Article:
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Proteomics-based identification and validation of novel plasma biomarkers phospholipid transfer protein and mannan-binding lectin serine protease-1 in age-related macular degeneration

View Article: PubMed Central - PubMed

ABSTRACT

Age-related macular degeneration (AMD) is a major cause of severe, progressive visual loss among the elderly. There are currently no established serological markers for the diagnosis of AMD. In this study, we carried out a large-scale quantitative proteomics analysis to identify plasma proteins that could serve as potential AMD biomarkers. We found that the plasma levels of phospholipid transfer protein (PLTP) and mannan-binding lectin serine protease (MASP)-1 were increased in AMD patients relative to controls. The receiver operating characteristic curve based on data from an independent set of AMD patients and healthy controls had an area under the curve of 0.936 for PLTP and 0.716 for MASP-1, revealing excellent discrimination between the two groups. A proteogenomic combination model that incorporated PLTP and MASP-1 along with two known risk genotypes of age-related maculopathy susceptibility 2 and complement factor H genes further enhanced discriminatory power. Additionally, PLTP and MASP-1 mRNA and protein expression levels were upregulated in retinal pigment epithelial cells upon exposure to oxidative stress in vitro. These results indicate that PLTP and MASP-1 can serve as plasma biomarkers for the early diagnosis and treatment of AMD, which is critical for preventing AMD-related blindness.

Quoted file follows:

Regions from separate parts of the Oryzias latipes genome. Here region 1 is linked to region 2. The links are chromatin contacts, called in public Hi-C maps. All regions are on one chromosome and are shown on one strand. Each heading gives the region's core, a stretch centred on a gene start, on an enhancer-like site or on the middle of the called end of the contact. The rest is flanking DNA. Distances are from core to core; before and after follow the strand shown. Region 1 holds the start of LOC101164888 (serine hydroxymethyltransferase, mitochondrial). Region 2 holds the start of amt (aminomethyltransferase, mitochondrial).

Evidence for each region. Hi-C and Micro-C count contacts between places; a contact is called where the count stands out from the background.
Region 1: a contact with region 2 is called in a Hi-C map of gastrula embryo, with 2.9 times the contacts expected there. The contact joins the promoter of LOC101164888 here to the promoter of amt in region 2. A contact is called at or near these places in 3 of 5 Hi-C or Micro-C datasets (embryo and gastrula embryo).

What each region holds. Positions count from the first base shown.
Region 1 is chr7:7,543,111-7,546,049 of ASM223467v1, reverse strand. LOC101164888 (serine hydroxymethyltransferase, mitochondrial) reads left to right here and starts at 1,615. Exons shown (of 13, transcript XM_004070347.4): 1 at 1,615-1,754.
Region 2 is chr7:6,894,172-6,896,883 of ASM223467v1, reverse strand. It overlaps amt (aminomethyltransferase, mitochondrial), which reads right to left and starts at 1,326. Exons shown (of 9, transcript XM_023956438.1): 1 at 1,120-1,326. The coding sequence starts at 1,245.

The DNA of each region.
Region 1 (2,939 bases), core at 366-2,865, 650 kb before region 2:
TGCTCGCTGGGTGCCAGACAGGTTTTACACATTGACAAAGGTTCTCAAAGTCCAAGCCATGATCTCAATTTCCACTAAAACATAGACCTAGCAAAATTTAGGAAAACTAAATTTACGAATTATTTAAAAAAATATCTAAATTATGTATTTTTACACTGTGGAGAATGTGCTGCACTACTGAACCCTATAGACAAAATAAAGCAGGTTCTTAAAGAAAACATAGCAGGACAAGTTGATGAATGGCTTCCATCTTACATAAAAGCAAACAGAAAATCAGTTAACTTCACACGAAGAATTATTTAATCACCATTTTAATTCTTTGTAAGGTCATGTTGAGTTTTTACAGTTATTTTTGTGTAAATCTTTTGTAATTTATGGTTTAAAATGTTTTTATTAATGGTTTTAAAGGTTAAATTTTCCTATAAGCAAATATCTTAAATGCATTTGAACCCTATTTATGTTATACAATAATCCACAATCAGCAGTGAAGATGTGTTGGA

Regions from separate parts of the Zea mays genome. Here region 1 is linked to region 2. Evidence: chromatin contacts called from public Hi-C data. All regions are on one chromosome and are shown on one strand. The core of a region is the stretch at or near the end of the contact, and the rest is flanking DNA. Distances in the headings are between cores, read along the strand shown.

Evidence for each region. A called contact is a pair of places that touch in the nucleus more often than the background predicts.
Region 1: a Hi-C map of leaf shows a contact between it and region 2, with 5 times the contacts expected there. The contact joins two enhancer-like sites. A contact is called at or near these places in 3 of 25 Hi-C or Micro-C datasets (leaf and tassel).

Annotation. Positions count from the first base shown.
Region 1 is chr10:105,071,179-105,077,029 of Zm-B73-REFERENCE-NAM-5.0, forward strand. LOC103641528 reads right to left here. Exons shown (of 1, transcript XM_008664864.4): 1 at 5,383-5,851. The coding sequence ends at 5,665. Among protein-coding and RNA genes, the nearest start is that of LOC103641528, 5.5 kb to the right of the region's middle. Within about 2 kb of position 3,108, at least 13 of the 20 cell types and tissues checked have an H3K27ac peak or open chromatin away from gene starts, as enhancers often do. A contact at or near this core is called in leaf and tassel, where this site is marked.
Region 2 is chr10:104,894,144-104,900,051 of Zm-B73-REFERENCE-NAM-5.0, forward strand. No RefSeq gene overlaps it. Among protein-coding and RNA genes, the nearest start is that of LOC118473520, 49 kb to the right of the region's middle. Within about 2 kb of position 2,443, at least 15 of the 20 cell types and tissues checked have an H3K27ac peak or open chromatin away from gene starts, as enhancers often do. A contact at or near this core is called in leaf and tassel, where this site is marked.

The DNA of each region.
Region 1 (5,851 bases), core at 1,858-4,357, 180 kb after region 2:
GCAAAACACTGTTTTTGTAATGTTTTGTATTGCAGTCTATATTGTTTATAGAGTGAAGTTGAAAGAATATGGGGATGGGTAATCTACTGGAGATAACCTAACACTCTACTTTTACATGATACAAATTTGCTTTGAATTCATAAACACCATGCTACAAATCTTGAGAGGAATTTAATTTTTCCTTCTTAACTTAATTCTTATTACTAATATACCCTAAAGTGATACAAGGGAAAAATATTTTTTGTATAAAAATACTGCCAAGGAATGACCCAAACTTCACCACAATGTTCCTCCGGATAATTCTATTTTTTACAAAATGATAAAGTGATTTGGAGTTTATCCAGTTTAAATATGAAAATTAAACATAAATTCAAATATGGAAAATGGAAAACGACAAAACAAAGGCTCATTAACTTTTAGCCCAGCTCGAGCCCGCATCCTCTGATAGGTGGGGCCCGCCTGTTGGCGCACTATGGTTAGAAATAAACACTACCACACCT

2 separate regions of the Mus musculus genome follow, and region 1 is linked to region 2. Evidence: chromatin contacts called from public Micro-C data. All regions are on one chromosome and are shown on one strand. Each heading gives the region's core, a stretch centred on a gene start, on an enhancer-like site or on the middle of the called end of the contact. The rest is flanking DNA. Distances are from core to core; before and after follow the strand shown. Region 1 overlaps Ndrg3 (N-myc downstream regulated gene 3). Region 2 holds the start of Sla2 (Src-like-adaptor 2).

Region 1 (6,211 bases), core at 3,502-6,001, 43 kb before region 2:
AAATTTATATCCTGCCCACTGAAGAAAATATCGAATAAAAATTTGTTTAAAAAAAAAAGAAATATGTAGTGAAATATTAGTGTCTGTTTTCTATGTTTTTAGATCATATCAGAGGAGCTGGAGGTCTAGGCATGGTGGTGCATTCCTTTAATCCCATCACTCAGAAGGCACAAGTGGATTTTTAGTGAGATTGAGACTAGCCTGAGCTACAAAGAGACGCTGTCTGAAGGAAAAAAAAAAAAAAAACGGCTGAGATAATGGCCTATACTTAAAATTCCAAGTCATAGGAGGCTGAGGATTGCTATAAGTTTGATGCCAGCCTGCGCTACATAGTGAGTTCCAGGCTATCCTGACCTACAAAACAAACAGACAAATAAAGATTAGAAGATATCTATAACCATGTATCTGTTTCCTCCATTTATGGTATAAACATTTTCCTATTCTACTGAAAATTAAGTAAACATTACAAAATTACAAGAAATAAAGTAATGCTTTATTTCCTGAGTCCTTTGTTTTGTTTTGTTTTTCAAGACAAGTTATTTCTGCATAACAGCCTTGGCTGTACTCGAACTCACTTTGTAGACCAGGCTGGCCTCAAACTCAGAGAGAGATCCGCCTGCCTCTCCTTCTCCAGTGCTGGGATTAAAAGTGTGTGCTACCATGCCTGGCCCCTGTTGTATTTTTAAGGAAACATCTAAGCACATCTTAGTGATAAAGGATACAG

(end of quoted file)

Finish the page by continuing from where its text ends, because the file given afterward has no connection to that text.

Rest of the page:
No MeSH data available.


MS/MS profiles of MASP-1 (YFFKDQVLVSCDTGYK) and PLTP (TMLQIGVMPMLNER) peptides; bn and yn denote the fragment ions generated by cleavage of the peptide bond after the nth amino acid containing either the N terminus (b series) or C terminus (y series), respectively.The identified peptide sequence location is shown in bold in the protein sequence.
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f1: MS/MS profiles of MASP-1 (YFFKDQVLVSCDTGYK) and PLTP (TMLQIGVMPMLNER) peptides; bn and yn denote the fragment ions generated by cleavage of the peptide bond after the nth amino acid containing either the N terminus (b series) or C terminus (y series), respectively.The identified peptide sequence location is shown in bold in the protein sequence.

Mentions: Among the potential biomarkers identified in our large-scale quantitative proteomic analysis, the spectral count of PLTP was >11-fold higher in AMD patients than in HCs, leading us to further investigate this protein in the current study. MASP-1 showed a less dramatic spectral count ratio of 1.13 (AMD:HC), but was also examined here owing to its relationship to signalling pathways implicated in AMD development and progression5678. Mass spectral characteristics of the two proteins are shown in Fig. 1 and the Supplementary Datasets. A western blot analysis of 12 patients randomly selected from each group revealed an upregulation of PLTP and MASP-1 expression in AMD patients relative to controls that was dependent on disease severity (Fig. 2).